Quantifying Discrimination: The Role of Race and Gender in the Awarding of Subprime Mortgage Loans

38 Pages Posted: 21 Apr 2010 Last revised: 10 Dec 2012

See all articles by Maya Sen

Maya Sen

Harvard University - Harvard Kennedy School (HKS)

Date Written: December 10, 2010


The recent subprime mortgage crisis has brought to the forefront the possibility of discriminatory lending on the basis of race or gender. I explore these claims using approximately 10 million observations collected by the federal government in 2006 through the Home Mortgage Disclosure Act. I address two possible theories of discrimination: (1) structural discrimination, which is that any discriminatory lending patterns are picking up the fact that minority borrowers went to different lenders, and (2) individual discrimination, which is the possibility that individual lenders discriminated against identically situated borrowers. The results provide some evidence of both. However, a sensitivity test to examine the effect of missing controls (such as credit score) finds that these racial differences could be explained by a 50% difference in negative credit attributes between blacks and whites under structural discrimination, and 17% difference under individual discrimination.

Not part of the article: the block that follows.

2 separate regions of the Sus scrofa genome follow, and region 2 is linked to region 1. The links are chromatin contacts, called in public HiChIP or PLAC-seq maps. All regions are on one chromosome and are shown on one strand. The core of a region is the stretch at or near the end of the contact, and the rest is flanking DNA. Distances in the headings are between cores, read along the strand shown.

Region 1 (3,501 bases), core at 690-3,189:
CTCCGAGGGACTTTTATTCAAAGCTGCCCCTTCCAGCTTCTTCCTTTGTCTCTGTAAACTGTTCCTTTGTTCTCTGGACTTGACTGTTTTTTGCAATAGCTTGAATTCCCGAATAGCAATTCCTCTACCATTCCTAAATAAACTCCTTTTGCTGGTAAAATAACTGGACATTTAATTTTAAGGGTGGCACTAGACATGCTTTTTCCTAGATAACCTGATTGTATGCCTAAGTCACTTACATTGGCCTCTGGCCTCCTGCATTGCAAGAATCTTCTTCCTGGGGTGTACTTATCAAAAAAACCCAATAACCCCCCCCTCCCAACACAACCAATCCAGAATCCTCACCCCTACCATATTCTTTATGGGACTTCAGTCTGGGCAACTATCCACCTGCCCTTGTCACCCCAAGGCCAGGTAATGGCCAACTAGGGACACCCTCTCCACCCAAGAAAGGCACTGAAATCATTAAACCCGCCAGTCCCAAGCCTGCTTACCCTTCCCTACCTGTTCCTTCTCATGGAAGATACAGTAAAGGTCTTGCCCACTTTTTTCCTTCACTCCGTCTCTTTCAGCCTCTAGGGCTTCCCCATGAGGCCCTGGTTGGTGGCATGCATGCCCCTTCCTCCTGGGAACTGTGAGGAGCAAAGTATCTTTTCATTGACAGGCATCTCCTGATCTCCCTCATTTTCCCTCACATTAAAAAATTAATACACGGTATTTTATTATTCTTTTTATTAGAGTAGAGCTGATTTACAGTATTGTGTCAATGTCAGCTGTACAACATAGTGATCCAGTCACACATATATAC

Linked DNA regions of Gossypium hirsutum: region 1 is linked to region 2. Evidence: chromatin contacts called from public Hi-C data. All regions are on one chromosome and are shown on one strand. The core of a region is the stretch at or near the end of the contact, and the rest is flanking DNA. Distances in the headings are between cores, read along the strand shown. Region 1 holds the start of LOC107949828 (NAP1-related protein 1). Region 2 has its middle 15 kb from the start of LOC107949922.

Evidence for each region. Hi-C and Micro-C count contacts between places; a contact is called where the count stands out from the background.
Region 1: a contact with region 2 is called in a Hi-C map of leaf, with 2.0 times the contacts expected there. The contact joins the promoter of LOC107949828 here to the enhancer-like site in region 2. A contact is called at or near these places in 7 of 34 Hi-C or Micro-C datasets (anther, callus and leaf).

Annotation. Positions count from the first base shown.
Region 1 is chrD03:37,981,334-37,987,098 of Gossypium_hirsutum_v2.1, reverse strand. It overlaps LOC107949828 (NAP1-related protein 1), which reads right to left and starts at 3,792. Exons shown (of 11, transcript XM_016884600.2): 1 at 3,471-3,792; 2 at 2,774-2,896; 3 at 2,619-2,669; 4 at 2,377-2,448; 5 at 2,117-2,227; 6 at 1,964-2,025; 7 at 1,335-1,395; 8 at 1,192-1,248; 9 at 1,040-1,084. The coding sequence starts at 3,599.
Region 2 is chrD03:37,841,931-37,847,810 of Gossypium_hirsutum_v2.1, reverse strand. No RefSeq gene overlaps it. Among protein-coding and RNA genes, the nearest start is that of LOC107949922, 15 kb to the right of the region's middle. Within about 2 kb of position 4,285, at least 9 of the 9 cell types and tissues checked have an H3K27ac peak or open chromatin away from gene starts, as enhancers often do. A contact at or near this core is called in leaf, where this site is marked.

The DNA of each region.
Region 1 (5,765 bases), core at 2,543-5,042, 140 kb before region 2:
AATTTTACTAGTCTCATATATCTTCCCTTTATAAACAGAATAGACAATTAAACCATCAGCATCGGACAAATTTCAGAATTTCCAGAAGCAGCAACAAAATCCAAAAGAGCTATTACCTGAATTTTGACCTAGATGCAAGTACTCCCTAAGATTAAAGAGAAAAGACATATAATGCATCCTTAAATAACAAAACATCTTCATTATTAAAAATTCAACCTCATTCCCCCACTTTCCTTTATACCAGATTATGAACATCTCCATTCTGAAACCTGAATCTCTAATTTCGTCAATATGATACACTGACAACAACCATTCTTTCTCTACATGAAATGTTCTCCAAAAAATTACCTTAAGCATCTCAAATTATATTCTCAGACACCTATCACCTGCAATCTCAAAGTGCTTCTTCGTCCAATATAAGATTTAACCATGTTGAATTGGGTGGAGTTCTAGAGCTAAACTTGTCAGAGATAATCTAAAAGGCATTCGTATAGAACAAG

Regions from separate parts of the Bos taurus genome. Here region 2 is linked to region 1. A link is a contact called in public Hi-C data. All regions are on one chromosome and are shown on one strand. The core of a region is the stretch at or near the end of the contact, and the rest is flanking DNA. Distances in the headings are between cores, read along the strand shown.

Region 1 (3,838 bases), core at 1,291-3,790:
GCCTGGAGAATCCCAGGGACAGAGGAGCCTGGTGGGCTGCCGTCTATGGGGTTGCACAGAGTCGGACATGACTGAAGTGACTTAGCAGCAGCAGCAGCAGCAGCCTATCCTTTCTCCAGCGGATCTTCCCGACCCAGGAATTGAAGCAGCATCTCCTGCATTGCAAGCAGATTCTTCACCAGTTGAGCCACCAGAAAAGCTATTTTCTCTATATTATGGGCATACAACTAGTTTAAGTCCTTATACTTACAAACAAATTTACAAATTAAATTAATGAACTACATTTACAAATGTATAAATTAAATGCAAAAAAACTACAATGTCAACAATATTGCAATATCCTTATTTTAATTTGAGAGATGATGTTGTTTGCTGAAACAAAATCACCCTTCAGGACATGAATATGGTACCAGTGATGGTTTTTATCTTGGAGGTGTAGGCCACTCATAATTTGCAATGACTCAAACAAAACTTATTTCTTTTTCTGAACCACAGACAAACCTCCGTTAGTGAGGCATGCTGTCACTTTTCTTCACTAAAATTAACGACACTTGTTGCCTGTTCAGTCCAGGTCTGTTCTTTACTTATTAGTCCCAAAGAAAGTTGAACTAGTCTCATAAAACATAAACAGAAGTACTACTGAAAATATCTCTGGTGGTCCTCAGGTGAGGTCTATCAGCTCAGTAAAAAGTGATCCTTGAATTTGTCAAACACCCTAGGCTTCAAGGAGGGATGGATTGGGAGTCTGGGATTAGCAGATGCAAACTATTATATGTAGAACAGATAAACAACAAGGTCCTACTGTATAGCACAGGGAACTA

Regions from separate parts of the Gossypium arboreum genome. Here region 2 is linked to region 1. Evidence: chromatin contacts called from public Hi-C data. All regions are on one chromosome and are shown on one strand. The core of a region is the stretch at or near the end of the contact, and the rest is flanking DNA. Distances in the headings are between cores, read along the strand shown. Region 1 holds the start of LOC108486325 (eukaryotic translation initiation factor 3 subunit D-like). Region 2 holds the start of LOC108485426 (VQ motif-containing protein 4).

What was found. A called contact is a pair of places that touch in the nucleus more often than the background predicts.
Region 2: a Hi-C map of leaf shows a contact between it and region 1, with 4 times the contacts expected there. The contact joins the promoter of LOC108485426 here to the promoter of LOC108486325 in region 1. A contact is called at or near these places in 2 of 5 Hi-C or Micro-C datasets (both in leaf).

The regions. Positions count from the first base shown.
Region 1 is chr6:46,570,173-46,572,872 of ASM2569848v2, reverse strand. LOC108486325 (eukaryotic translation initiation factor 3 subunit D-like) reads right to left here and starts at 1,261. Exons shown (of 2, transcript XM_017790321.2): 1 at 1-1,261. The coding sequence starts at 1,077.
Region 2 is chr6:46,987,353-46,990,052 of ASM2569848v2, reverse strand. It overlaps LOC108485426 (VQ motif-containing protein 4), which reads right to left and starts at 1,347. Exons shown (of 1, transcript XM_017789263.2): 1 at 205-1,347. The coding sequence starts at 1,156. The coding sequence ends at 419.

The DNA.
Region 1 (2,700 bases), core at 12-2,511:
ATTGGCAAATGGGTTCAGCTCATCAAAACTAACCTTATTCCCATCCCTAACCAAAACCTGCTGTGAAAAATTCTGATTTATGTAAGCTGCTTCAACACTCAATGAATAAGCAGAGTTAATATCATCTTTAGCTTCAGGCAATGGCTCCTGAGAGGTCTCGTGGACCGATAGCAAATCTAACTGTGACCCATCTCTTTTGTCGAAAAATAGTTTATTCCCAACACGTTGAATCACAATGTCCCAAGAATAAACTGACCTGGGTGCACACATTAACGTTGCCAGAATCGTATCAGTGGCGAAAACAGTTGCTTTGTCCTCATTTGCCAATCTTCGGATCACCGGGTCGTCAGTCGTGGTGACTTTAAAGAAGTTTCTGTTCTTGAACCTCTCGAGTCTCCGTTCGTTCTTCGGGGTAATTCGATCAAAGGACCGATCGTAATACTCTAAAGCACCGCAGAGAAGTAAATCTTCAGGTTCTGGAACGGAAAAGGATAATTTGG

Keywords: subprime lending, discrimination

Suggested Citation

Sen, Maya, Quantifying Discrimination: The Role of Race and Gender in the Awarding of Subprime Mortgage Loans (December 10, 2010). Available at SSRN: https://ssrn.com/abstract=1593183 or http://dx.doi.org/10.2139/ssrn.1593183

Maya Sen (Contact Author)

Harvard University - Harvard Kennedy School (HKS) ( email )

79 John F. Kennedy Street
Cambridge, MA 02138
United States

HOME PAGE: http://scholar.harvard.edu/msen

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